15 July, 2010

Spotify for Linux! :D

I barely remember signing up for a "Spotify-for-Linux" campaign on the Spotify-forums a while ago (you can find the forums here). But now, a few months later, the Spotify-crew apparently used their spare time since the campaign launched to engineer a native linux-client :) way to go guy's!

At the beginning of this week, the Spotify RSS-feed announced the tech-preview of the Spotify-for-Linux-client. Being the technophiliac that I am, I just couldn't resist testing it, even though I had promised myself I wouldn't test any beta-software on my only surviving laptop from the last decade (Asus Eee 900).

After crashing the client on the command-line before even logging in or anything, I got really frustrated. It felt like an eternity ago I signed that petition for a linux-client, so I didn't stop now.

So, I figured I'd report the problem in their forums. I posted under the title "Spotify for Linux - UNE 10.04.1 - Illegal instruction". The problem was acknowledged a day later, and a few days after that (today) they released an updated package that didn't throw an exception because of instruction-sets (low-level CPU functions).

At this very moment, I am listening to my playlists in the native linux-client :D and I'm VERY pleased! INDEED! ;D

You can find out more at this address:

P.S.you have to own a paid premium-account to use the linux-client for now, they're having issues on how to display ads in a stable manner (read: without being "hackable" :P). So, until they solve the ad-problems, only premium-users can use the client.

Additional, July 17th 03:39 GMT+1:

After using the preview-client for a day or two, I'm very pleased with the sound quality and player operation, especially considering it's an alpha/beta-stage project.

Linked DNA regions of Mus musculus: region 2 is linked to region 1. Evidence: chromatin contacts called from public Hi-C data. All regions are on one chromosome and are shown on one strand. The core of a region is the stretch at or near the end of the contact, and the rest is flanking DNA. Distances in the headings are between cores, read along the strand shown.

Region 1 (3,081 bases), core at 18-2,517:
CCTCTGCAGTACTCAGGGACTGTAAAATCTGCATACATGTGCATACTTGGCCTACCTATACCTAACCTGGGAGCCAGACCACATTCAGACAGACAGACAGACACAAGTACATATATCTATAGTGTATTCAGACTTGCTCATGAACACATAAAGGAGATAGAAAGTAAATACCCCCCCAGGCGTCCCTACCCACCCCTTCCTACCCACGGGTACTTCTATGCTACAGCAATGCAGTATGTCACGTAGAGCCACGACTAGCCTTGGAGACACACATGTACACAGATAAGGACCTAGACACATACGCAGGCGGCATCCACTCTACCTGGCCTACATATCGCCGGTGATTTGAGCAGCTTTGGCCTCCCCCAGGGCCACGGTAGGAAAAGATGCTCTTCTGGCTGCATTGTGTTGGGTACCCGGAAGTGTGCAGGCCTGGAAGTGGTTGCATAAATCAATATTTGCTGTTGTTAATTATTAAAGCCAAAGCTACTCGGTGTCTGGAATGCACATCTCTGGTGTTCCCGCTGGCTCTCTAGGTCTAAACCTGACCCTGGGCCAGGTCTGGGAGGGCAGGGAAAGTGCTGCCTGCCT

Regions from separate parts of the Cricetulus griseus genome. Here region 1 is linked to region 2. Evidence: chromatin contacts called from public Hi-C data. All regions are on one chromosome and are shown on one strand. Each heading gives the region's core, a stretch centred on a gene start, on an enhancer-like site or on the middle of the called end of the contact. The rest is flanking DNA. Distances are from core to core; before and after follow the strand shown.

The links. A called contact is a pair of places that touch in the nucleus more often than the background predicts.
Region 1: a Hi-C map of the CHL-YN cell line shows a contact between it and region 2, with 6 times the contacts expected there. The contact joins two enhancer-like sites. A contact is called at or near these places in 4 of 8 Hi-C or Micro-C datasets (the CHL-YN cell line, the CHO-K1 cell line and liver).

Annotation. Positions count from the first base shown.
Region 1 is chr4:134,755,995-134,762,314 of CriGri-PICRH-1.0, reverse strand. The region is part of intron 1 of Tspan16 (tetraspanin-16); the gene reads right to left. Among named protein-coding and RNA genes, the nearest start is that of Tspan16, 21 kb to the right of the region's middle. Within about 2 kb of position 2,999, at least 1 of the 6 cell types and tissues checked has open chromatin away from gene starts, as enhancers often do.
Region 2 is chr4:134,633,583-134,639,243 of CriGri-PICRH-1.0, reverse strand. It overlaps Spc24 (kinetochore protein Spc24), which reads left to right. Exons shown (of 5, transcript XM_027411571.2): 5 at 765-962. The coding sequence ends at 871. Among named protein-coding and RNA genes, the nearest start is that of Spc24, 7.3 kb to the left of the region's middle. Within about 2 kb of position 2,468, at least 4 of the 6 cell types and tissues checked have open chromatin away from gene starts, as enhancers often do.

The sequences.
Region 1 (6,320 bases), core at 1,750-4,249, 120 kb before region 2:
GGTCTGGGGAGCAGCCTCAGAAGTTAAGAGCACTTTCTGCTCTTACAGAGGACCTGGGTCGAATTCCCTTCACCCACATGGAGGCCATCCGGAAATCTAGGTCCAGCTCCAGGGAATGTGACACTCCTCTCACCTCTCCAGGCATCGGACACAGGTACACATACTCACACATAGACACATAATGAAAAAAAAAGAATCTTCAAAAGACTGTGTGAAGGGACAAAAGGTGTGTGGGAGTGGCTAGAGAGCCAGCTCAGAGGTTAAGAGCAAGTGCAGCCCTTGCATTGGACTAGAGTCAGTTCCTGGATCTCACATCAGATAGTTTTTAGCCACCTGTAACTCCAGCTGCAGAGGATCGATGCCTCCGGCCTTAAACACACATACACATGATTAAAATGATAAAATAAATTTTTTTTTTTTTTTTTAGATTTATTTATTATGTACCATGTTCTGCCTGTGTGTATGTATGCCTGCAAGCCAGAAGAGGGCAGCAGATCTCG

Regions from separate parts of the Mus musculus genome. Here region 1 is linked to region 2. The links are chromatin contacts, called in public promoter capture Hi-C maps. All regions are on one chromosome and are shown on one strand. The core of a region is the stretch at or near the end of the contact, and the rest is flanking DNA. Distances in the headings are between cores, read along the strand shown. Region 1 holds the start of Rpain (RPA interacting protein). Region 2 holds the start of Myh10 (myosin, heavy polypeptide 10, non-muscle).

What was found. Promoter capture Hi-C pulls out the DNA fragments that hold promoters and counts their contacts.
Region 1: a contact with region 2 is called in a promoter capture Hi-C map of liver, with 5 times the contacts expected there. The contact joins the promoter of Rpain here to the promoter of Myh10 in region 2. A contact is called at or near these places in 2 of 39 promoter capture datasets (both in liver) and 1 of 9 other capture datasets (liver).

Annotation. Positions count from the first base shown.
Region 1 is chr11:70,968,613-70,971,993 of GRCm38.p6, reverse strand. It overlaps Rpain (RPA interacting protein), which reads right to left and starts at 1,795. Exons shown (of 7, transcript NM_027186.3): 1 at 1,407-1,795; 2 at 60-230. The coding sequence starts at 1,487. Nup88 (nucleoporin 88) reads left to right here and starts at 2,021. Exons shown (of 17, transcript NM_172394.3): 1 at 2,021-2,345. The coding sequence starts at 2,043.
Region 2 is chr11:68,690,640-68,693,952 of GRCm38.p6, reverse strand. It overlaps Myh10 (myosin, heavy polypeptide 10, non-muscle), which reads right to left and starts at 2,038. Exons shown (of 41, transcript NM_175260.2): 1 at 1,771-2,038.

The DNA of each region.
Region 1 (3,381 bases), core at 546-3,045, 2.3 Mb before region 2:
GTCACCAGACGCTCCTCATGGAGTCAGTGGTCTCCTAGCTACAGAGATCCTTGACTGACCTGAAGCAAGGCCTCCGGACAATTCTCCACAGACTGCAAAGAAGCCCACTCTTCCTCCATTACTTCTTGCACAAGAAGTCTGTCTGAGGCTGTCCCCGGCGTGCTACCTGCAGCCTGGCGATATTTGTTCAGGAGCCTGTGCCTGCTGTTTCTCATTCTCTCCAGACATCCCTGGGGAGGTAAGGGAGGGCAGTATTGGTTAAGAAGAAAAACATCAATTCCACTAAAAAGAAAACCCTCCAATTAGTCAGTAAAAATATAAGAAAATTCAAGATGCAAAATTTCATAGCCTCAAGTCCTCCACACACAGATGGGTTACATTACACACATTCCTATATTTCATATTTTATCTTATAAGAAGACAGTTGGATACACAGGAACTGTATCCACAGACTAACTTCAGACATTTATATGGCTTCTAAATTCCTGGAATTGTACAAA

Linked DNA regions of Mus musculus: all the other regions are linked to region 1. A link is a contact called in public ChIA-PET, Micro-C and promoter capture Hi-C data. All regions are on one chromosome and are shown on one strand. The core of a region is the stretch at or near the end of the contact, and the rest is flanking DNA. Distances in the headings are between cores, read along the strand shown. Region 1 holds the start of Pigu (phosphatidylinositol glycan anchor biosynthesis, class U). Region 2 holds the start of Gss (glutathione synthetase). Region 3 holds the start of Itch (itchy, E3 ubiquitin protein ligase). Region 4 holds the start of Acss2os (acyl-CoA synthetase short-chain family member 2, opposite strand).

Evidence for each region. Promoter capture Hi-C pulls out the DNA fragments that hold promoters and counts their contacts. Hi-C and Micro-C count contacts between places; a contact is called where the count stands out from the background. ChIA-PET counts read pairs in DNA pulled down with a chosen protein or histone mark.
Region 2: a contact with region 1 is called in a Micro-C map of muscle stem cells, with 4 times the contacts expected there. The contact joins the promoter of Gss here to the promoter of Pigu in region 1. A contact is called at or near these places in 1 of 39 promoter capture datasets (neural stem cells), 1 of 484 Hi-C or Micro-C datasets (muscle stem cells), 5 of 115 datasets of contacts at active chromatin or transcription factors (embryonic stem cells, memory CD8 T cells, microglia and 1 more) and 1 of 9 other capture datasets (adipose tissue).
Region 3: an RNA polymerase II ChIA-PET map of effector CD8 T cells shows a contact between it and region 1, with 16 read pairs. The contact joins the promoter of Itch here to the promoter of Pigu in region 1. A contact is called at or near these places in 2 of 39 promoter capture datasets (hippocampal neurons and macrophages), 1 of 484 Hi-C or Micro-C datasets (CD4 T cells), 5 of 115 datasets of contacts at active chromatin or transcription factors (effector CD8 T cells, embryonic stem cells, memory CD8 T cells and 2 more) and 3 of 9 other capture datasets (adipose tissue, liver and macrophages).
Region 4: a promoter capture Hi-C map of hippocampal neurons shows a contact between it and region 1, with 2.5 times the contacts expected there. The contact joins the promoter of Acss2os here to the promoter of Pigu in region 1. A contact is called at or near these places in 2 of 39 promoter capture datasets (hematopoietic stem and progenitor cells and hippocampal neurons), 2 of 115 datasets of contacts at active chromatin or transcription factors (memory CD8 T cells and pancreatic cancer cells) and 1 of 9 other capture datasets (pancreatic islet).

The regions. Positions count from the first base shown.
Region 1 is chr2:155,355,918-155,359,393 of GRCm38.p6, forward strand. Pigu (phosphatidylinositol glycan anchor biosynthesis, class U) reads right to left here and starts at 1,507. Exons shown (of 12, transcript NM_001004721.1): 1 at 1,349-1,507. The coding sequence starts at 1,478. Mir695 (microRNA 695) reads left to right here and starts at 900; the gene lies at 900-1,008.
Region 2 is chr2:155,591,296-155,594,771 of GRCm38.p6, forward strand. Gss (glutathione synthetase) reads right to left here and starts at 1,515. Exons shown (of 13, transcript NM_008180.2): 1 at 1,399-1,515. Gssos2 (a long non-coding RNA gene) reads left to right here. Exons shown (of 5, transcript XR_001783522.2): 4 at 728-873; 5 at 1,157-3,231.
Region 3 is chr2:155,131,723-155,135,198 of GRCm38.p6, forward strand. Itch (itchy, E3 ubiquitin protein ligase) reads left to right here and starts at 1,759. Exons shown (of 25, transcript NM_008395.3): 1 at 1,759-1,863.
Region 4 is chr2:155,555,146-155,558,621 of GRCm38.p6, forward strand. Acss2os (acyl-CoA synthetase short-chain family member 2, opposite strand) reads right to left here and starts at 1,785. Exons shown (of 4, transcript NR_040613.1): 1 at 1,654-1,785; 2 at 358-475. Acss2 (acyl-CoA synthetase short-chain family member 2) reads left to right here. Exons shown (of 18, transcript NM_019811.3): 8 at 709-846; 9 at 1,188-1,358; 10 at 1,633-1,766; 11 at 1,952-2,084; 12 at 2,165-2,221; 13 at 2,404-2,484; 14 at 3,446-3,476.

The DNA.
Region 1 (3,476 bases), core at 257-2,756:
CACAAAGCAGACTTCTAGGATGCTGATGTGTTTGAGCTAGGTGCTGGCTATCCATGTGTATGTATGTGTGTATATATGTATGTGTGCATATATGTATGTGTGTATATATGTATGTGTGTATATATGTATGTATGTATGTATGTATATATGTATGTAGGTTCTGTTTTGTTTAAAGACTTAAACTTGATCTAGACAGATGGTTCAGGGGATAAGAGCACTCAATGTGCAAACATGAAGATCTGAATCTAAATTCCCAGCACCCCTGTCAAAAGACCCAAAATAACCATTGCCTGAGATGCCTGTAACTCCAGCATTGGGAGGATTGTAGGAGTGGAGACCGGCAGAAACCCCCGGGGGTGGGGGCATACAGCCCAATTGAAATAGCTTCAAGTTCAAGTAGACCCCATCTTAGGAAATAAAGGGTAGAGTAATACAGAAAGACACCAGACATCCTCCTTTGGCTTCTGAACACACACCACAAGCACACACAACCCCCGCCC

Sure, there are hickups in the code as with many other linux-based projects, but overall it's very operational, functional, and mostly stable. Using unimplemented-features shoots the cpu-load through the roof (60-80%), but that's to be expected, infancy-bugs will be debugged eventually.

13 July, 2010

DT: overvåking på norske veier

Datatilsynet advarer mot kontrollsamfunn på norske veier, de motsetter seg idéen om å bruke kontinuerlig video-overvåking i trafikken, men godkjenner bruk av teknologi i kontroll-sammenheng, under strenge rammebetingelser.

"I slike tilfeller vurderer vi det slik at samfunnsnytten av tiltaket overstiger personvernulempene". Dette da bare dersom etatene kjører målrettede kontroller, og ikke overskrider disse rammebetingelsene.

"Forutsetningen er at mannskap fra etatene er på plass og kan stanse kjøretøyet umiddelbart i sammenheng med den aktuelle kontrollen. Videre forutsetter vi at opplysningene ikke blir lagret for senere bruk" uttaler konstituert direktør Ove Skåra.

Datatilsynet avviser automatisk og kontinuerlig registrering av biler som passerer et overvåkingskamera, men advarer samtidig mot såkalt formålsutglidning - det vil si at overvåkningen blir utvidet til å gjelde mer enn opprinnelig planlagt.


08 July, 2010

Go-go Andy, GO! ;D

"Andy" has definitely had an international impact on the mobile device market the past twelve months. Google cites statistics gathered worldwide, saying they're activating around 160.000 handsets each day - with a little 'math-magic' this equates to 58 million sold Android handset devices. To compare, 4 months ago these numbers were 20.000 handsets a day - 22 million a year.

All of this is only statistics, however, keep in mind that the Android mobile platform ranked on the top-5 smartphone sales list in only a couple of years - not a bad feat at all considering Microsoft and RIM has dominated this market for quite a few years already, not to mention the arrival of Apple's (dreaded?) iPhone.

Cudos to Google and the Google Teams for bringing us an open-source based solution that rubs shoulders with the biggest, baddest boys in the biz'.

I know I'm more than satisfied with my HTC Desire Android-phone :P